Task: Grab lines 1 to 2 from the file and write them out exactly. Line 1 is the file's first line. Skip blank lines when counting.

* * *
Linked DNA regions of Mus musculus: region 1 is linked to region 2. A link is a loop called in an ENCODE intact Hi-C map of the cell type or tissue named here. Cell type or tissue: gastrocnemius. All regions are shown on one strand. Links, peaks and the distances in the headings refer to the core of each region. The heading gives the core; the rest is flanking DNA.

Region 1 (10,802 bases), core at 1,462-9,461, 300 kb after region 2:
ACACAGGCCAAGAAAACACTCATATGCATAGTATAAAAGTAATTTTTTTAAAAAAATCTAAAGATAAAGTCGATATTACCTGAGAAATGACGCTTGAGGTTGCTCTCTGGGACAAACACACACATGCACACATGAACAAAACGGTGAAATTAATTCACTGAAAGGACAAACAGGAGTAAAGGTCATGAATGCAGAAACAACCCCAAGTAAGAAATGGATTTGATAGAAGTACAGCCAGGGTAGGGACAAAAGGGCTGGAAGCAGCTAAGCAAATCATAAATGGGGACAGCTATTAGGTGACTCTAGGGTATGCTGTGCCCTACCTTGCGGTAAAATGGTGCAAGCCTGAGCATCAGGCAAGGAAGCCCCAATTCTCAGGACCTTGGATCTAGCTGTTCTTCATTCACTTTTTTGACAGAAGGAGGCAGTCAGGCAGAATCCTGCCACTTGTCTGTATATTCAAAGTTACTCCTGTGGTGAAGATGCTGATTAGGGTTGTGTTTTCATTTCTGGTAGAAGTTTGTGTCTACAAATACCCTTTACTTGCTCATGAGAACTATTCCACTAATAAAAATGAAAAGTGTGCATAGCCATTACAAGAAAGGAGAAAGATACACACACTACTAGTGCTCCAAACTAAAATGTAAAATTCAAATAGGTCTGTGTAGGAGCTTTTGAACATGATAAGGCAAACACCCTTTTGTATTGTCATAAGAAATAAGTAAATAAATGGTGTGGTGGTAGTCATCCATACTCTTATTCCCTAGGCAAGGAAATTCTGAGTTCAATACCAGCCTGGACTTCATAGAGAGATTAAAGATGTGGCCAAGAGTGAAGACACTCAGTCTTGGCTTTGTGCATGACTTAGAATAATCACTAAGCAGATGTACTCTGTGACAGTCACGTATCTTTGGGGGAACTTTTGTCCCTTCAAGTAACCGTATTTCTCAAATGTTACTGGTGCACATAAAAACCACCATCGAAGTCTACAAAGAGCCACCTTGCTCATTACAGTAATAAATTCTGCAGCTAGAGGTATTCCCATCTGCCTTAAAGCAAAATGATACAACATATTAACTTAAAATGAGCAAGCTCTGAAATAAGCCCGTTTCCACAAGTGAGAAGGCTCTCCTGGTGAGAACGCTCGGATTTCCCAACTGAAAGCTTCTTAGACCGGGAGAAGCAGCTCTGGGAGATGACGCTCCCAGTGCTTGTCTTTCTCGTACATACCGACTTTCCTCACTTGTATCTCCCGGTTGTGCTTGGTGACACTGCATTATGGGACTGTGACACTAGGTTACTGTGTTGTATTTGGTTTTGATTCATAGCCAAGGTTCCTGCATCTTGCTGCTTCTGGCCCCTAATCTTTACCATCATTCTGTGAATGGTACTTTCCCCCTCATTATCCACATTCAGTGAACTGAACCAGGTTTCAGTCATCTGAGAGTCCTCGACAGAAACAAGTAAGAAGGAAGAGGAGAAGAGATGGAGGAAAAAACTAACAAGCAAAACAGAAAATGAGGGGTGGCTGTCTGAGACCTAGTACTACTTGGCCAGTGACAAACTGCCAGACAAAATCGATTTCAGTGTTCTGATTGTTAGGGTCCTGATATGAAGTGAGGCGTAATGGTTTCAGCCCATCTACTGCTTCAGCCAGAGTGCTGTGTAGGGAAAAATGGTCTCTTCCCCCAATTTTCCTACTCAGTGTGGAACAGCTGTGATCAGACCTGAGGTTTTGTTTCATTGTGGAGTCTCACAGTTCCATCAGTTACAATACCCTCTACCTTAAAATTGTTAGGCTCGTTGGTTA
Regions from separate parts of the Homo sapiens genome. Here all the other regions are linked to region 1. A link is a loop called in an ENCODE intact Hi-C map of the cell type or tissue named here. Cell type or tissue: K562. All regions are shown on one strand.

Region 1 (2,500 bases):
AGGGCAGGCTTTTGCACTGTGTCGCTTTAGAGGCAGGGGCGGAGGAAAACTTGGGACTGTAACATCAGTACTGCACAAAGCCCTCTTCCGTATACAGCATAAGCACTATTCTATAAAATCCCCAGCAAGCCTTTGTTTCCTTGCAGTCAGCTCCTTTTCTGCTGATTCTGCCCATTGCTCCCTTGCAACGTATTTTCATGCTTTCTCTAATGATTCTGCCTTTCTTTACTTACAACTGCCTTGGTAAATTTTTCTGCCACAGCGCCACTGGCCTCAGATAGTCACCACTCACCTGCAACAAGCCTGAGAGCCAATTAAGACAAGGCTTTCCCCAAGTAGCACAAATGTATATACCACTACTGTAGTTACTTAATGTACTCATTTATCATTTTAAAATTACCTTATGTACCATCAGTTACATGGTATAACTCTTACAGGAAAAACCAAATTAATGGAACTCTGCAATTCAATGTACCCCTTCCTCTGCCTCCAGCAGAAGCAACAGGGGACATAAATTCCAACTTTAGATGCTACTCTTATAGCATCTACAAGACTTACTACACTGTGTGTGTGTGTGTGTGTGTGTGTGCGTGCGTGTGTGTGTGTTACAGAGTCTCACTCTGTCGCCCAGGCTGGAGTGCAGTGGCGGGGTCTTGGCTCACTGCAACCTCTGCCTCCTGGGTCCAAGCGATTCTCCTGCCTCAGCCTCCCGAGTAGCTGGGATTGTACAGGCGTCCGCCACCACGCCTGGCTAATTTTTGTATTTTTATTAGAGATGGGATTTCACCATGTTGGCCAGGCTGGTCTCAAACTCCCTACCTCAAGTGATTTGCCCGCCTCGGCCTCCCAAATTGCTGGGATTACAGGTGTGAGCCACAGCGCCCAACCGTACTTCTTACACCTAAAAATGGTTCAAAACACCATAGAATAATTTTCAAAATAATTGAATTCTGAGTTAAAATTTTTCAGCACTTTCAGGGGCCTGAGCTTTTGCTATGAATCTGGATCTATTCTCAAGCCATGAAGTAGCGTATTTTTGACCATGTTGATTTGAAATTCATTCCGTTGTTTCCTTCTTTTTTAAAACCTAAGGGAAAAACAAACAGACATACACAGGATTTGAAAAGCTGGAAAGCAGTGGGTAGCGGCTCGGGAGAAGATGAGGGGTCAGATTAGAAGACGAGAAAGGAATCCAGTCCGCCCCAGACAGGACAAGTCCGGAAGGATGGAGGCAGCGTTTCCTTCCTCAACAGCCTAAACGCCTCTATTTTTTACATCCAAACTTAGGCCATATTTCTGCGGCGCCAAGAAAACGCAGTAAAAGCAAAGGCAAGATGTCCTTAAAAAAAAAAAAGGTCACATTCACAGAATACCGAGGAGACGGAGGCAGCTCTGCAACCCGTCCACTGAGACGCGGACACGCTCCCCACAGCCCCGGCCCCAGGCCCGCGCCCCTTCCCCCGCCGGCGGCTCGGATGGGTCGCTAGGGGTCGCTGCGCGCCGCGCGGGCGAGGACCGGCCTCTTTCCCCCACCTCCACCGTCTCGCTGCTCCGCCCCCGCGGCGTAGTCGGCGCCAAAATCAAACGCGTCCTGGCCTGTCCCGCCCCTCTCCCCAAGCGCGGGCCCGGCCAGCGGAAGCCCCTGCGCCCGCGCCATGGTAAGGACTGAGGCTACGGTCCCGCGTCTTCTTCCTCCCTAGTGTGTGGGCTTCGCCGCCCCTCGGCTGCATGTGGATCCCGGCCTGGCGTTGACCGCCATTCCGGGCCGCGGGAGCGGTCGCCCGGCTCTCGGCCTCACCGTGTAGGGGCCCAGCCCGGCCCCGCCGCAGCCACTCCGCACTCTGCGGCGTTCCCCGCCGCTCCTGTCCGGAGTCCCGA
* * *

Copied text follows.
Linked DNA regions of Mus musculus: region 1 is linked to region 2. A link is a loop called in an ENCODE intact Hi-C map of the cell type or tissue named here. Cell type or tissue: gastrocnemius. All regions are shown on one strand. Links, peaks and the distances in the headings refer to the core of each region. The heading gives the core; the rest is flanking DNA.

Region 1 (10,802 bases), core at 1,462-9,461, 300 kb after region 2: